Sam Bankman-Fried’s marathon four-day testimony in his criminal fraud trial has come to a close. The trial, which has revolved around charges that Bankman-Fried misappropriated funds from his crypto exchange FTX, took a challenging turn for the defendant, who maintained he made honest mistakes as a startup founder.
Potentially Damaging Testimony
On Tuesday, the prosecution delivered testimony that could seriously damage Bankman-Fried’s defense. The crux of the prosecution’s argument is that the former billionaire used FTX as his personal piggy bank, enriching himself and his family, purchasing luxury beachfront property in the Bahamas, and channeling millions into US political campaigns using customer funds.
During his testimony on Tuesday, Bankman-Fried admitted that he was aware as early as 2020 that FTX customer funds were held in a bank account controlled by FTX’s sister company, the hedge fund Alameda Research. However, he could not recall giving any specific directions to Alameda employees to protect these funds.
The government argues that Bankman-Fried knew he was misleading investors, customers, and lawmakers about key aspects of his business. He faces seven counts of fraud and conspiracy.
Hail Mary Defense
Bankman-Fried’s decision to testify is view as a last-ditch effort by a defense team that has struggle to undermine the testimony of several high-ranking executives from Bankman-Fried’s inner circle.
Assistant US Attorney Danielle Sassoon aggressively cross-examine Bankman-Fried, highlighting his close relationship with members of the Bahamian government. He mentioned attending a dinner with the Bahamian Prime Minister, Bill Clinton, and Tony Blair.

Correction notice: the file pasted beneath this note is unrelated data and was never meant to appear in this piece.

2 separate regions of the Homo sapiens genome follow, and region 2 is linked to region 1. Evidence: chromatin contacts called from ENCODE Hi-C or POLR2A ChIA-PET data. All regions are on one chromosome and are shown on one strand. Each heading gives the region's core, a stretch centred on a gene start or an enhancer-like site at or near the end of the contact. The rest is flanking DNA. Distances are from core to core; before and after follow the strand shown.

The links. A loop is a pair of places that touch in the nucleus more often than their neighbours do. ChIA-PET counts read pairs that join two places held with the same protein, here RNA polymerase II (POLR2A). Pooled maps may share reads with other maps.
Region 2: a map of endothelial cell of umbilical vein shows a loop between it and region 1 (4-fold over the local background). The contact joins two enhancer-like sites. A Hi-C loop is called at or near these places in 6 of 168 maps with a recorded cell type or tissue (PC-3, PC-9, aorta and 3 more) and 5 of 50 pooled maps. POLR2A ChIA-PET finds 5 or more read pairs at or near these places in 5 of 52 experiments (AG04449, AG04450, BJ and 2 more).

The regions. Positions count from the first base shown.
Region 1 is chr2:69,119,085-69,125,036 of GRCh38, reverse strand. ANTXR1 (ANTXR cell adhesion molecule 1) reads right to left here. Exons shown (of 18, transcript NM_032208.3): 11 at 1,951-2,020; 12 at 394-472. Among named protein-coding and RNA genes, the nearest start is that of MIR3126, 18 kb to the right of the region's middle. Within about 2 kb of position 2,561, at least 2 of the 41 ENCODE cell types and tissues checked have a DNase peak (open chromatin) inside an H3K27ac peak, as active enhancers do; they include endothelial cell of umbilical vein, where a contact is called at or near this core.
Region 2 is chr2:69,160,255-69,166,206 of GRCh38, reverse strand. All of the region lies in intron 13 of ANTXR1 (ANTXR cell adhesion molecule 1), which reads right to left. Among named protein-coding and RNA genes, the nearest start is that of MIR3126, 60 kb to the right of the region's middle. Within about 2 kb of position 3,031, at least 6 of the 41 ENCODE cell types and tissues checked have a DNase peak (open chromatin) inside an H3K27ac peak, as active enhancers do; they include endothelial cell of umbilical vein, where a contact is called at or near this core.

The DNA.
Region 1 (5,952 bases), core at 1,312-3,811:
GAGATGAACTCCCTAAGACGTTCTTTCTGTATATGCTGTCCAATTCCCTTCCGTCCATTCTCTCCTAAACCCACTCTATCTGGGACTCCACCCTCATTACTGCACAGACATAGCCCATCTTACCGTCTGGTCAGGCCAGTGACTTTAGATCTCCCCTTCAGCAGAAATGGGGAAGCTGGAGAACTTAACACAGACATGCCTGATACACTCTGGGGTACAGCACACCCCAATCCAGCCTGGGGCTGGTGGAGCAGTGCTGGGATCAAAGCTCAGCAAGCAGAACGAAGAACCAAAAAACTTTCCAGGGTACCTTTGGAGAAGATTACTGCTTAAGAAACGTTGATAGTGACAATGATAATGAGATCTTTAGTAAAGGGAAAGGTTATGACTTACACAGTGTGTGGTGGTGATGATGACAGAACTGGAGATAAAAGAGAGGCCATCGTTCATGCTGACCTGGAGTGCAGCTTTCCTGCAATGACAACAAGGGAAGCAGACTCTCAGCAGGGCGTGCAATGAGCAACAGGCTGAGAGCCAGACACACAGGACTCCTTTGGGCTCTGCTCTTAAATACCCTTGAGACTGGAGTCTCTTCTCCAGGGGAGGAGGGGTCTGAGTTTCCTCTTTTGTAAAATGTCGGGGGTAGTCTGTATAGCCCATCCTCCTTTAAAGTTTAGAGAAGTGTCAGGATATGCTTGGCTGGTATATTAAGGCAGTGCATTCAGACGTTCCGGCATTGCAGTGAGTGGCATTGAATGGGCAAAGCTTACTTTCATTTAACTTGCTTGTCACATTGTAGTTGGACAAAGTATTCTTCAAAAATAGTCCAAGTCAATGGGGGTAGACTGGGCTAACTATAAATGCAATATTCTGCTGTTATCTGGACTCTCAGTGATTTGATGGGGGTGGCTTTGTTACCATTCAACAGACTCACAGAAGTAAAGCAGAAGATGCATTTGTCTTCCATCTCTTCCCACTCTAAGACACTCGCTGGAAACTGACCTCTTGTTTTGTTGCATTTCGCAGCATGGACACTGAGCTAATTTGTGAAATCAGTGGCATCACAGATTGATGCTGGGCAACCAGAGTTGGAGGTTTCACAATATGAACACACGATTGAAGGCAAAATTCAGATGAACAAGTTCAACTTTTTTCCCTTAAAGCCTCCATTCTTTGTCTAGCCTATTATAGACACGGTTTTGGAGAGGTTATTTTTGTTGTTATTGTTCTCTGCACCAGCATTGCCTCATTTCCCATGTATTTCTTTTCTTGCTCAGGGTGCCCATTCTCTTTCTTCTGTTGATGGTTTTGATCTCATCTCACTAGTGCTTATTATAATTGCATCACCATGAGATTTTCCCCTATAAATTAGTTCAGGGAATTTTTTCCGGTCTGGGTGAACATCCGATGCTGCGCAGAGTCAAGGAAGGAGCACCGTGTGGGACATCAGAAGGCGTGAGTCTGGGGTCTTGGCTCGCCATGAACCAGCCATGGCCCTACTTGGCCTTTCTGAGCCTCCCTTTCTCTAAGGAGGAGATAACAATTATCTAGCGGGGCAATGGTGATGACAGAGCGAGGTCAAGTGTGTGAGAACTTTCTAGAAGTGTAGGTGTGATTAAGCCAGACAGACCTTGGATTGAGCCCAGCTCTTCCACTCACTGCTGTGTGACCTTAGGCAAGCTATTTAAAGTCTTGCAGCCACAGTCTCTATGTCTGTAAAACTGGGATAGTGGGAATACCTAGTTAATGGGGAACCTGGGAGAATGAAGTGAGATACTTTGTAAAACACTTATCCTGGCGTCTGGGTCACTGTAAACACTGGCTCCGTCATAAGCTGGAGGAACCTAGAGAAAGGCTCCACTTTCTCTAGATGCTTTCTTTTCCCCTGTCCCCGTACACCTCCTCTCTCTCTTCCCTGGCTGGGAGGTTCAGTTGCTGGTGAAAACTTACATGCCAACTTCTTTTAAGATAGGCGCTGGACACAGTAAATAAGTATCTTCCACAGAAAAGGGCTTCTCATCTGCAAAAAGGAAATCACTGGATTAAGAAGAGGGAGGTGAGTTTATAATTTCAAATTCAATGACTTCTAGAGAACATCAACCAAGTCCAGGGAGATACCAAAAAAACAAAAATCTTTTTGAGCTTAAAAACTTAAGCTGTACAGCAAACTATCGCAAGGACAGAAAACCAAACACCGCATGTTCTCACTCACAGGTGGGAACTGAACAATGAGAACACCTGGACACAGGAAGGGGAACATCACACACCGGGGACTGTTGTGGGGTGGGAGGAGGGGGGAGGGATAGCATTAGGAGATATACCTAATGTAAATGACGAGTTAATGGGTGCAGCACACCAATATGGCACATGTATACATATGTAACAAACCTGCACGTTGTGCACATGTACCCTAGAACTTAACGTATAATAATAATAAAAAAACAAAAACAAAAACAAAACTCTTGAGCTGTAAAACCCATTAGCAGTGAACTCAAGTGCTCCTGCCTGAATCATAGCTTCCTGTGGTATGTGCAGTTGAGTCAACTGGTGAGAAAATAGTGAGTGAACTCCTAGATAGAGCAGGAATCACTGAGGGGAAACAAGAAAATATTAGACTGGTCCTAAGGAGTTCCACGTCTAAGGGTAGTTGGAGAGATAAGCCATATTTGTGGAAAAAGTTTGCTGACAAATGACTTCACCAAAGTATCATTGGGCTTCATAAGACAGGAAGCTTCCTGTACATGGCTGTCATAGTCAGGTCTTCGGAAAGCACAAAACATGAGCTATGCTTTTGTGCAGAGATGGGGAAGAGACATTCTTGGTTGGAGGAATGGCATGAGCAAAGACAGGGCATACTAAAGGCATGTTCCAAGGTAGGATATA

Sassoon also point out that in November of last year, when FTX froze customer withdrawals due to a liquidity crisis, Bankman-Fried allow withdrawals for Bahamian customers but only for a brief period.
Additionally, Bankman-Fried testified that he couldn’t recall instructing Alameda employees not to use FTX customer deposits. When he learned in the fall of 2022 that Alameda owed $8 billion to FTX, no one was terminated.
‘Uninvolved’ in Alameda
Sam Bankman-Fried lead attorney, Mark Cohen, gave him an opportunity to clarify his testimony concerning FTX’s relationship with Alameda. He explain that after stepping down as Alameda’s CEO, he significantly reduce his involvement with the firm. While he receive periodic financial updates as a majority owner, he claim to have play a role in “many” venture investments and made crucial decisions regarding hedging to mitigate what he perceive as an “existential risk” for the company.
The trial has taken an intense turn with Sam Bankman-Fried testimony, and the impending closing arguments could determine the fate of the case.